Diving with Napoleon Wrasse
Is it a Napoleonfish or a Maori Wrasse?
An exquisitely patterned fish, the giant yet gentle Napoleon wrasse is a favourite fish to encounter for divers in many regions of the world. This is because, in areas where they are still not wary of humans, they seem to actively seek out tactile interaction, and have even been known to form bonds with individual scuba divers whom the wrasse recognise and seek out.
Most often they will approach divers, using their constantly roving eyes to follow and scrutinise their movements. Look into its eyes and you can not help but be struck by this fish's obvious intelligence and awareness. They seem to enjoy being stroked and will lean against the pressure of your hand. Sometimes it will even give a diver a gentle nudge or a brush, just like a dog acts when it wants to be petted.
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Family name: Labridae (wrasses)
Order name: Perciformes
Common name: Napoleon Wrasse are also known as Napoleon fish, Maori wrasse, and various other names
Scientific name: Cheilinus undulatus
The Napoleonfish can instantly be recognized by its size, colour and shape. It is one of the largest reef fishes in the world and is the largest member of the wrasse family. They can grow up to 230 cm and weigh 190 kg. They have fleshy lips and a hump over the head that is similar to a Napoleon hat. The hump becomes more prominent with age.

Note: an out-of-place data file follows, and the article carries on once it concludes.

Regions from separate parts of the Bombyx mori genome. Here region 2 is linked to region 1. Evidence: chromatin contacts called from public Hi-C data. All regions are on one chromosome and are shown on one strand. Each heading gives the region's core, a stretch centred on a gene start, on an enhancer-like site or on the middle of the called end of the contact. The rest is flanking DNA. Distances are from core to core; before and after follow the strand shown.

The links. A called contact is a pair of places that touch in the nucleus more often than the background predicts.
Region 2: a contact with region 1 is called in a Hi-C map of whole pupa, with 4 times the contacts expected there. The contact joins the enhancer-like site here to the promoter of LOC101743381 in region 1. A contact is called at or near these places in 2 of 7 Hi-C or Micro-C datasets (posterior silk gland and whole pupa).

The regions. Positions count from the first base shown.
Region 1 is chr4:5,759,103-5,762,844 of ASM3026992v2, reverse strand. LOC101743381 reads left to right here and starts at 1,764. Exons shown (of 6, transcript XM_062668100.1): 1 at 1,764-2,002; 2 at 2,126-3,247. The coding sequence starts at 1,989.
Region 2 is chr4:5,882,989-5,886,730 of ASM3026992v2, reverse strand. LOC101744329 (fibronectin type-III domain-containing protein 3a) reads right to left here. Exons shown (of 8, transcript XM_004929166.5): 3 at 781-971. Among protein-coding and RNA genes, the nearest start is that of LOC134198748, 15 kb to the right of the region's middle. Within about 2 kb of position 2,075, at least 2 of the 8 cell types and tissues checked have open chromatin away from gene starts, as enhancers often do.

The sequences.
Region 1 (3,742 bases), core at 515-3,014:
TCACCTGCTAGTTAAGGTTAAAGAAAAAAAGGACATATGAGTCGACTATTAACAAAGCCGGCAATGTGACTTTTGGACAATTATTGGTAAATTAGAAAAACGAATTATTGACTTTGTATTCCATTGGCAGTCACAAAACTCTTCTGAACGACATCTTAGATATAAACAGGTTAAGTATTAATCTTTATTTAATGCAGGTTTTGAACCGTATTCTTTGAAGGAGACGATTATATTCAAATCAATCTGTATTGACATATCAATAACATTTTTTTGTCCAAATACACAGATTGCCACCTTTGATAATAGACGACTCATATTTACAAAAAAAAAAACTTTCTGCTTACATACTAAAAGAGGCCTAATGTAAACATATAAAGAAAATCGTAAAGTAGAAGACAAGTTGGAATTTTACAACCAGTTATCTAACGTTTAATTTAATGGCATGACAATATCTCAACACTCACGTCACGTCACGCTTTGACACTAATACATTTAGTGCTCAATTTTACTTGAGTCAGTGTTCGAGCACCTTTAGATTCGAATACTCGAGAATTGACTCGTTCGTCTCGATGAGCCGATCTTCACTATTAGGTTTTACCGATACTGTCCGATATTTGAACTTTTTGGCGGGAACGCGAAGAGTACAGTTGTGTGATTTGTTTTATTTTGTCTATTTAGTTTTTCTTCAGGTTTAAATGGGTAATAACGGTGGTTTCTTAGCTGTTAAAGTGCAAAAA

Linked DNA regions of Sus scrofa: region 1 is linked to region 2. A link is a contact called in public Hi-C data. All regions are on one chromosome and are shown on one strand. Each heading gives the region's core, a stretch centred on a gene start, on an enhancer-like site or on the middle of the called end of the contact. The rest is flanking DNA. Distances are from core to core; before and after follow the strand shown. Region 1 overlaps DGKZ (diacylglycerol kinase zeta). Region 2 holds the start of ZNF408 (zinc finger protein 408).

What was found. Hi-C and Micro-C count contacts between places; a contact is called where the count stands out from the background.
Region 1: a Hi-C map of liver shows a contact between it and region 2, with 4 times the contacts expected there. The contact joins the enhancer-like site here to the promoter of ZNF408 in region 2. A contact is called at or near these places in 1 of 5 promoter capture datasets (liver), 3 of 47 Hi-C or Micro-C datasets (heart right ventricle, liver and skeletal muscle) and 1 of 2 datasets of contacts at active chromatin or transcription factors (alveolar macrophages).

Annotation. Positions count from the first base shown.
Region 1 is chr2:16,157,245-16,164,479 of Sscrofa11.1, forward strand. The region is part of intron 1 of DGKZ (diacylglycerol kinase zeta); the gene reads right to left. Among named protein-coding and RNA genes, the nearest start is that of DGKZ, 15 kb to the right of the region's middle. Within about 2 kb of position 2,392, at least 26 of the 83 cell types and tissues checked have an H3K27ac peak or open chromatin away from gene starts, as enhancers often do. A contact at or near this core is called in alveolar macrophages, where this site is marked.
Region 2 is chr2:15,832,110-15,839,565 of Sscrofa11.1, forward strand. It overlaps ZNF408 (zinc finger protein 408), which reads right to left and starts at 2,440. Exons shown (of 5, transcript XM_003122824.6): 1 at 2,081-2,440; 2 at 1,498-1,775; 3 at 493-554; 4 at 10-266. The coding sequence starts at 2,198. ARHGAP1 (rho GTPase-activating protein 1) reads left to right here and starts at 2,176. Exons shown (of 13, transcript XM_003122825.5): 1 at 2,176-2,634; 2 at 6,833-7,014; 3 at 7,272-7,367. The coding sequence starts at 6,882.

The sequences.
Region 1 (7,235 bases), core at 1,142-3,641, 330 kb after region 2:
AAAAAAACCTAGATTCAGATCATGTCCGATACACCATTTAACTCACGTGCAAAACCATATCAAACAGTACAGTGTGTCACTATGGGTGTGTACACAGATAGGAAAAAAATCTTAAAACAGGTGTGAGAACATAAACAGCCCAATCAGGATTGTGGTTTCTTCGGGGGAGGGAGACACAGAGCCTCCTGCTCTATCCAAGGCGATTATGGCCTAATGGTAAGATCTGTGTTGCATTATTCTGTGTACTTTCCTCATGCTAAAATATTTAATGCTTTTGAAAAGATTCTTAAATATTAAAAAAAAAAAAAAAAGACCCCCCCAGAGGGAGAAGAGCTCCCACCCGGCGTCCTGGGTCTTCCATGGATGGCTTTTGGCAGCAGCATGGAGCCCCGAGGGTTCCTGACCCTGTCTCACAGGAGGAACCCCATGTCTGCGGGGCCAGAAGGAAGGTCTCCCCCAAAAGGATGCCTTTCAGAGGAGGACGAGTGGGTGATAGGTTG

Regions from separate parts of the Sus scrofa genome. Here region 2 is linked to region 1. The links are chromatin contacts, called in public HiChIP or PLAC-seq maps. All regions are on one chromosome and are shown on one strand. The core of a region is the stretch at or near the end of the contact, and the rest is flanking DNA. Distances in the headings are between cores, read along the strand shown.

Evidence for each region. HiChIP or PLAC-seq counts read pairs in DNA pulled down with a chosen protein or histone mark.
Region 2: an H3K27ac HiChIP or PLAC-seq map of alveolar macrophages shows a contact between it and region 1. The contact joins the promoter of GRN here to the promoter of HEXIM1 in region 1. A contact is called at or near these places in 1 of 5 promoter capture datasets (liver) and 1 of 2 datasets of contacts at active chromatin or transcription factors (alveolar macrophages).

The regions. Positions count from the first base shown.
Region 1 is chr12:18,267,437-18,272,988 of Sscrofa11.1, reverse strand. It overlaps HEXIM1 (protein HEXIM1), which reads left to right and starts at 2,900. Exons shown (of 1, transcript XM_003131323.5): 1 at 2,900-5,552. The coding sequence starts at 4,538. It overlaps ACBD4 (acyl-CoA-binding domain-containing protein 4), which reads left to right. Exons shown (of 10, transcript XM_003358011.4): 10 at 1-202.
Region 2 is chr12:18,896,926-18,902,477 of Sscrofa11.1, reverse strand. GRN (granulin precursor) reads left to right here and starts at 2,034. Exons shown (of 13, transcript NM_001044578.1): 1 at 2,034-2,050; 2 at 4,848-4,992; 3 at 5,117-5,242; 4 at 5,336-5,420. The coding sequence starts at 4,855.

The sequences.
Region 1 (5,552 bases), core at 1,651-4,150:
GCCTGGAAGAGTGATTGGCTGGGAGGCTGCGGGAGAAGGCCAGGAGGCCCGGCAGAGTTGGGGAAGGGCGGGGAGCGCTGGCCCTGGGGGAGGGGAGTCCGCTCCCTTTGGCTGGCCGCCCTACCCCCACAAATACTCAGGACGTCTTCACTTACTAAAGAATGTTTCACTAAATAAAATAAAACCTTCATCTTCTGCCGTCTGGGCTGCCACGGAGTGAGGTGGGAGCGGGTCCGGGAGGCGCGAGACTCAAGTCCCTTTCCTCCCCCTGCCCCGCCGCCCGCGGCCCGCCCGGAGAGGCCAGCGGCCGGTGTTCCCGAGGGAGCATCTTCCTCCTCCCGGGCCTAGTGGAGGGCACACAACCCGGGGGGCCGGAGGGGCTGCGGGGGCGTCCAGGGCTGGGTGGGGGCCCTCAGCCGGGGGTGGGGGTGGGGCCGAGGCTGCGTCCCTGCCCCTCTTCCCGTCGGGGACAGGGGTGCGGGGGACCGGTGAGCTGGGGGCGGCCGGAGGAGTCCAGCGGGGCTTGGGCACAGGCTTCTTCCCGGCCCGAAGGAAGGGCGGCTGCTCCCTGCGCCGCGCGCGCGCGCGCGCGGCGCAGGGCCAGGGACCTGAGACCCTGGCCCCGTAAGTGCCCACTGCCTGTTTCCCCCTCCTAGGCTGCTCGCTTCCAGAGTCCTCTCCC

Colours vary with age and sex. Males range from a bright electric blue to green, a or purplish blue. Mature males develop a black stripe along the sides, blue spots on their body scales, and blue scribbles on the head. Juveniles can be identified by their pale greenish colour and 2 black lines running behind the eye. Females, both old and young, are red-orange on the upper parts of their bodies and red-orange to white below.
Maori wrasse, like all other wrasses, have protrusible mouths, with separate jaw teeth that jut outward.
Humphead wrasse spend most of their time feeding during the day. Adults are usually solitary, spending the day roaming the reef and returning to particular caves or ledges to rest at night.
In some areas they are very inquisitive, but in others where they are hunted they are very shy. In the Red sea it is a very curious fish, where the fish have been fed with boiled eggs. Nowadays it is forbidden to feed Napoleon wrasse with eggs due to the high level of cholesterol that were found in dead specimens in the area.
Napoleon fish are carnivorous and eat during the day. They can be seen feasting on shellfish, other fish, sea stars, sea urchins and crabs, crushing the shells to get at the animal within. They also crush large chunks of dead coral rubble with peg-like teeth to feed on the burrowing mussels and worms.
Napoleon wrasse are one of the few predators of toxic animals such as sea hares, boxfish and crown-of-thorns starfish, and are therefore an important part of the marine food chain in maintaining a balanced and healthy coral reef.